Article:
A Nudist Vacation

My wife and I just finished our vacation.  It wasn’t any vacation, it was a nudist vacation.  We find that a nudist vacation is the kind we love the best.

What does that mean?

For one thing, it means that of all the crap we had to pack, we didn’t have to pack many clothes.  We had what we wore, a change of shirt, our pareos, a sweatshirt, and that’s about it.  No giant suitcase that takes up half of the back of the car and weighs more than a small ocean liner.

The second great thing is that we got to go nude, that’s right, buck-asses naked, for nearly the whole time there.  We stayed at Bare Oaks in Canada and, if you’ve never been there, go.  It’s a great place and Stephane, the owner, tries hard to make sure you have a great time.

Also, we learned something.  Being naked in the rain is handy.  No wet clothes to hang up to not dry because everything is wet anyway.  That leads me to the disaster of our nudist vacation.

Rain can destroy any camping trip.  This is no different when the camping trip happens to be to a nudist facility.  Now understand, my wife and I have been old school for years.  We tent camp.  I might say, we used to tent camp, but I’ll get to that.  When it rains, and you tent, things get especially interesting.

Since we have been doing this for sometime, we carry a tarp that we put over the tent to keep it dry.  Sure our tent has a rainfly.  Don’t trust those!  If it rains very hard for very long, it soaks through.  Use a good plastic tarp.  We had one and stayed nice and dry.

The problems came when it rained so hard we had to stay in the tent for long periods of time.  Our tent says it sleep four, but that’s only if you are in a polyamorous relationship.  It will sleep two comfortably in it’s spacious four by eight space.  It is not where I want to spend hours at a time doing anything other than sleeping.  Even sex gets crowded in there.  After fourteen hours, we were about done being in a tent.

I think after about my third snarky comment, my wife was thinking of ways to slit a hole in the floor of the tent and bury me in the mud.  I wasn’t that bad, she’s just touchy!

We also had some problems sleeping.  We’ve gone through the whole blow-up mattress thing.  They’re great if you don’t mind waking up once or twice in the middle of the night to blow the damned thing up again.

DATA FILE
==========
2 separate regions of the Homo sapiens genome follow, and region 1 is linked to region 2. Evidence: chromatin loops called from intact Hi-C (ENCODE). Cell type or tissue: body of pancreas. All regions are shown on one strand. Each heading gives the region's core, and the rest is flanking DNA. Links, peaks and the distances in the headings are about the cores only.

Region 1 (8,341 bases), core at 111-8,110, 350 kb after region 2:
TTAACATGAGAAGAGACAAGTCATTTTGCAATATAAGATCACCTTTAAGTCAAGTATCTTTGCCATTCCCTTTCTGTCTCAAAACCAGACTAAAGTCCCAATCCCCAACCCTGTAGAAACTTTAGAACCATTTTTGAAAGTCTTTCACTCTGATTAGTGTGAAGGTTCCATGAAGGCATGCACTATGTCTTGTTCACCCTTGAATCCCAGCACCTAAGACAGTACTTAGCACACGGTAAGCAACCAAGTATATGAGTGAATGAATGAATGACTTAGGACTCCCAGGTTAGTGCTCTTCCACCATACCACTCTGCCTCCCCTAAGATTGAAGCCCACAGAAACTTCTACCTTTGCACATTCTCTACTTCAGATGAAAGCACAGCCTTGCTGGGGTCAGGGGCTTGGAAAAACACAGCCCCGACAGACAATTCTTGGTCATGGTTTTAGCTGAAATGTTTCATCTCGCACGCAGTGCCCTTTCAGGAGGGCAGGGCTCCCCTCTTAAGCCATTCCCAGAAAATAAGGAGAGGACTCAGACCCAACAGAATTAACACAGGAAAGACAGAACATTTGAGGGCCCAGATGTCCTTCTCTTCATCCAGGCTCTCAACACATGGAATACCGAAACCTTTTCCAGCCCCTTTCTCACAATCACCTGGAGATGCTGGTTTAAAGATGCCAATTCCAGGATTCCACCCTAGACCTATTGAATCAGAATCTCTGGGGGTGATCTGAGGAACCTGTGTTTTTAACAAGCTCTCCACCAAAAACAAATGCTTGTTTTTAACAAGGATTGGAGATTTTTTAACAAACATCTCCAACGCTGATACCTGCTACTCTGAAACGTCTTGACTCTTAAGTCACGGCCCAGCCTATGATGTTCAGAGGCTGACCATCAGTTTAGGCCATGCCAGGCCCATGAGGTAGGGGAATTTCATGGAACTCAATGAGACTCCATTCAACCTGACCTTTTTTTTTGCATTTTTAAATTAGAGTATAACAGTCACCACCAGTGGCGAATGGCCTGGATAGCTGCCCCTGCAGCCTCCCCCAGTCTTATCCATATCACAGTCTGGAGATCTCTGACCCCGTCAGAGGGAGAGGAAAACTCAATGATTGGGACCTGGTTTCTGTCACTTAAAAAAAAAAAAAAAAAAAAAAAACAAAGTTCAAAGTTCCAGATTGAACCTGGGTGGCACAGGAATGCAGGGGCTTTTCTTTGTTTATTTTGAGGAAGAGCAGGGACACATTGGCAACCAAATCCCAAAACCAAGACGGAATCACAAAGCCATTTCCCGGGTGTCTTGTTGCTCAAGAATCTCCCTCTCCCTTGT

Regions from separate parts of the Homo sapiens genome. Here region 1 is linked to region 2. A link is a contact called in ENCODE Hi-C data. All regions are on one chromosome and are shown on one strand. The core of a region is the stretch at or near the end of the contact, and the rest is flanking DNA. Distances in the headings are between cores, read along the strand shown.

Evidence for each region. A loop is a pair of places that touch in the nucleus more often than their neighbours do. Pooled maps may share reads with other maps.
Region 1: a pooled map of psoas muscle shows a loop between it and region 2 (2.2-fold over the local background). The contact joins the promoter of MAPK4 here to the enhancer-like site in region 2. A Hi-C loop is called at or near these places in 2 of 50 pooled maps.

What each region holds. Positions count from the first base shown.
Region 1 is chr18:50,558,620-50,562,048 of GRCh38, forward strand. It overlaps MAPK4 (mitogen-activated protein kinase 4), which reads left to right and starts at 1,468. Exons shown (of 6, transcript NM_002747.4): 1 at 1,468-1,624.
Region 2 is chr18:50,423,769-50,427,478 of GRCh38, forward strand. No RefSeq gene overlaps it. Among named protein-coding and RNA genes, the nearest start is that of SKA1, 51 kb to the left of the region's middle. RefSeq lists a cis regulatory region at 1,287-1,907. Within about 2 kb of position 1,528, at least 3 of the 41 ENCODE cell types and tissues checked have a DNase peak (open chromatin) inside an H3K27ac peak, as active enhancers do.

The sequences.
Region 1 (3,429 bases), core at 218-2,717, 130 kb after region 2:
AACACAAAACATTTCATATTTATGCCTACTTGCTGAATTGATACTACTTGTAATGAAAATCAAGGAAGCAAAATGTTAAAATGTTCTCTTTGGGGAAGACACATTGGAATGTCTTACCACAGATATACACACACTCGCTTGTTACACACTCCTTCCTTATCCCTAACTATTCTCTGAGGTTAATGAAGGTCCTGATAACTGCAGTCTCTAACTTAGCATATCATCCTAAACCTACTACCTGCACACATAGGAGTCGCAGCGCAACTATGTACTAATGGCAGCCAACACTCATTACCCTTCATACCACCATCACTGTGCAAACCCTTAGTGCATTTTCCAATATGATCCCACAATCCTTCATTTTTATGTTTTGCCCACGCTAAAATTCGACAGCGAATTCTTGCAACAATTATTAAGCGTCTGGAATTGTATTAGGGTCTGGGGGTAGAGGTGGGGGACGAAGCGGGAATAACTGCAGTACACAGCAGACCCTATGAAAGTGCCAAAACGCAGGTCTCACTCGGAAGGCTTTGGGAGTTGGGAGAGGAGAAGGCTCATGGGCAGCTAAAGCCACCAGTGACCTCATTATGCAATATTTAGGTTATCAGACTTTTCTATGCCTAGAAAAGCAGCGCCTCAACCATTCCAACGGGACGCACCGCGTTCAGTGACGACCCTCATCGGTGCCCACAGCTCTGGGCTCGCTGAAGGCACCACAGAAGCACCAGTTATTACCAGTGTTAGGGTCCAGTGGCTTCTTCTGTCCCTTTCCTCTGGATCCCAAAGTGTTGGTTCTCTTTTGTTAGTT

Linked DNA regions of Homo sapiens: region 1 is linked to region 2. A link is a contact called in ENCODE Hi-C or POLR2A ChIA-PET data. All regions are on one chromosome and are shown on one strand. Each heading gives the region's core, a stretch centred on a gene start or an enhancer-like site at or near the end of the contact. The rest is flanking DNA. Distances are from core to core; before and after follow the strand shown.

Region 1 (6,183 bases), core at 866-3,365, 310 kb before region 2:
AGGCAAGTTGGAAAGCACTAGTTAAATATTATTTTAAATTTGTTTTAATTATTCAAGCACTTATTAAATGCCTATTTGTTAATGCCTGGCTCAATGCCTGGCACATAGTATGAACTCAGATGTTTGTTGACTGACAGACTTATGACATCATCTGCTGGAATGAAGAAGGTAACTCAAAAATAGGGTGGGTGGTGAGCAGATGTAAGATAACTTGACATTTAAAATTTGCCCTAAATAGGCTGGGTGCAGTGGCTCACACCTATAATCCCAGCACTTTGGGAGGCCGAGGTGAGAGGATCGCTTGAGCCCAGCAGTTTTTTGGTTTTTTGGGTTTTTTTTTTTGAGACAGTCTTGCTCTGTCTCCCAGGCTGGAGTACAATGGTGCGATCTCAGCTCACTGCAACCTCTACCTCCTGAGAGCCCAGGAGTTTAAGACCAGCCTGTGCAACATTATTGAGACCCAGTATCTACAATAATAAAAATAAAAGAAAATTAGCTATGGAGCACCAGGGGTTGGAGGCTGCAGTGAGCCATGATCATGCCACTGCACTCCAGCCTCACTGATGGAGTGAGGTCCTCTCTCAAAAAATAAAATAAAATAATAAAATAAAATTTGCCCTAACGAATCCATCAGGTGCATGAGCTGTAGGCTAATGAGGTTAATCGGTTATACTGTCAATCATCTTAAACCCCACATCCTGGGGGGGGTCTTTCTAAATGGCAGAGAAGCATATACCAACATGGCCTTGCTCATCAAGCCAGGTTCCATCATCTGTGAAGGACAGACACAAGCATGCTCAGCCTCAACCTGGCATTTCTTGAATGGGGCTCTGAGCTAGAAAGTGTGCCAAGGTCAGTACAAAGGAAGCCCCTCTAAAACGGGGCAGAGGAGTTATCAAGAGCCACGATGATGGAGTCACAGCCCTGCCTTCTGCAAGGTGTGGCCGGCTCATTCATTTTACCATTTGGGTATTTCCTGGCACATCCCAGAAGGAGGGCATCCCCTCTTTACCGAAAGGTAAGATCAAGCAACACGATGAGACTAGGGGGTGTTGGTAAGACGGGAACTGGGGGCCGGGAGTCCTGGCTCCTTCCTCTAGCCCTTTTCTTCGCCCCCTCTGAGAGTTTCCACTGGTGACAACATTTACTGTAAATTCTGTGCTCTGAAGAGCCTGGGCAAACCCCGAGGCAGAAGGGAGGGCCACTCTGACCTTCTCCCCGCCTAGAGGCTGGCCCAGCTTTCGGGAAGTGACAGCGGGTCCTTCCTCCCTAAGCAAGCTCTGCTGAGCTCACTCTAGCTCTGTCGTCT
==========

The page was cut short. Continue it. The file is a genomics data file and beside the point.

Ever try blowing up a mattress that your spouse refuses to get off of only because it’s 2am?

So we bought a nice comfy foam pad thing that packs up pretty small and is supposed to feel great.  Maybe if you’re ten years old it feels great.  To me it felt like someone had spread and handkerchief over the rocks under me and called it a mattress.  By the third night, we both had bruises that refuse to go away even now.  The foam thing either gave no cushion from the ground or we were nightly attacked by ball-bat carrying gnomes who beat us unmercifully.

After a fourteen hour ordeal of fending off mosquitos that somehow followed us into the tent, and those gnomes, we called it quits.  We packed up the car, put on our clothes, yes in that order, and then got the hell out of there.

We were both disappointed.  We love camping and we love being nudists.  The two things together are a little slice of heaven.  It will be more so once we get ourselves some sort of more comfortable mode of doing it.

VNP

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5 Responses to A Nudist Vacation

  1. Forrest says:

    I could see how a warm rain would be nice, but I’m guessing that’s not what you had.

    Your breath comes out of your lungs at body temperature, but it gets cold at night, especially as you go north. So you blow up the air mattress, and it looks great. But as the air you put into it cools, it loses volume (air expands with heat) and it winds up a little flat. The first time this happened to me, I thought my mattress had sprung a leak in the middle of the night! Best to blow it up as soon as you can, and top it off right before bed.

    Sorry the camping trip had to be cut short.

  2. The gods hate tenters. We camped for many years and it rained every time until we bought an old pop-up camper. Since rain wouldn’t bother us much, it hardly ever rained again until we sold the camper and went back to tenting. Rain, rain, rain!

    • Steve says:

      You may be right. I think I will try the pop-up route or something. I hoping to win the lottery and buy a forty-five foot motor home, but not holding my breath! :)

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